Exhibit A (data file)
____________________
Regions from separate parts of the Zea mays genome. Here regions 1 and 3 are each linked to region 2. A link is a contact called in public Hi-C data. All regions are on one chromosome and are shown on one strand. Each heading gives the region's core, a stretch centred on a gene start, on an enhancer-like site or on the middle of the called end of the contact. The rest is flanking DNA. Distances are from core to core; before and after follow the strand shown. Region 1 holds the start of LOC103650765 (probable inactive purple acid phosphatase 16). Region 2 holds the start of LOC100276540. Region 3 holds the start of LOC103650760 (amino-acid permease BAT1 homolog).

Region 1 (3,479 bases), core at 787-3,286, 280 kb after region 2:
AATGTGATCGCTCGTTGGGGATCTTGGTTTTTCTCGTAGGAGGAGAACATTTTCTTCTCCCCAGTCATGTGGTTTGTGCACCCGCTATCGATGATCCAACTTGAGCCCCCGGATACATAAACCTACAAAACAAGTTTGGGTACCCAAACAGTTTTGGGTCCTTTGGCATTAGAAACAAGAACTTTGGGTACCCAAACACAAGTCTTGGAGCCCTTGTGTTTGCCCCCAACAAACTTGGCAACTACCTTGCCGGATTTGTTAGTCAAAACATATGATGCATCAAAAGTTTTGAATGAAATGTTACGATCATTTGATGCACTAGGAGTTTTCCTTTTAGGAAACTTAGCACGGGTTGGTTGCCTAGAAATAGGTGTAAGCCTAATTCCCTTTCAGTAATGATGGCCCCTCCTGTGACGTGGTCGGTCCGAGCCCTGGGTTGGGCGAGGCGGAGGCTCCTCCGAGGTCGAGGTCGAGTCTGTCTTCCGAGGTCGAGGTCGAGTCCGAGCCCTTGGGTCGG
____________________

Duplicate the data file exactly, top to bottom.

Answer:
Regions from separate parts of the Zea mays genome. Here regions 1 and 3 are each linked to region 2. A link is a contact called in public Hi-C data. All regions are on one chromosome and are shown on one strand. Each heading gives the region's core, a stretch centred on a gene start, on an enhancer-like site or on the middle of the called end of the contact. The rest is flanking DNA. Distances are from core to core; before and after follow the strand shown. Region 1 holds the start of LOC103650765 (probable inactive purple acid phosphatase 16). Region 2 holds the start of LOC100276540. Region 3 holds the start of LOC103650760 (amino-acid permease BAT1 homolog).

Region 1 (3,479 bases), core at 787-3,286, 280 kb after region 2:
AATGTGATCGCTCGTTGGGGATCTTGGTTTTTCTCGTAGGAGGAGAACATTTTCTTCTCCCCAGTCATGTGGTTTGTGCACCCGCTATCGATGATCCAACTTGAGCCCCCGGATACATAAACCTACAAAACAAGTTTGGGTACCCAAACAGTTTTGGGTCCTTTGGCATTAGAAACAAGAACTTTGGGTACCCAAACACAAGTCTTGGAGCCCTTGTGTTTGCCCCCAACAAACTTGGCAACTACCTTGCCGGATTTGTTAGTCAAAACATATGATGCATCAAAAGTTTTGAATGAAATGTTACGATCATTTGATGCACTAGGAGTTTTCCTTTTAGGAAACTTAGCACGGGTTGGTTGCCTAGAAATAGGTGTAAGCCTAATTCCCTTTCAGTAATGATGGCCCCTCCTGTGACGTGGTCGGTCCGAGCCCTGGGTTGGGCGAGGCGGAGGCTCCTCCGAGGTCGAGGTCGAGTCTGTCTTCCGAGGTCGAGGTCGAGTCCGAGCCCTTGGGTCGG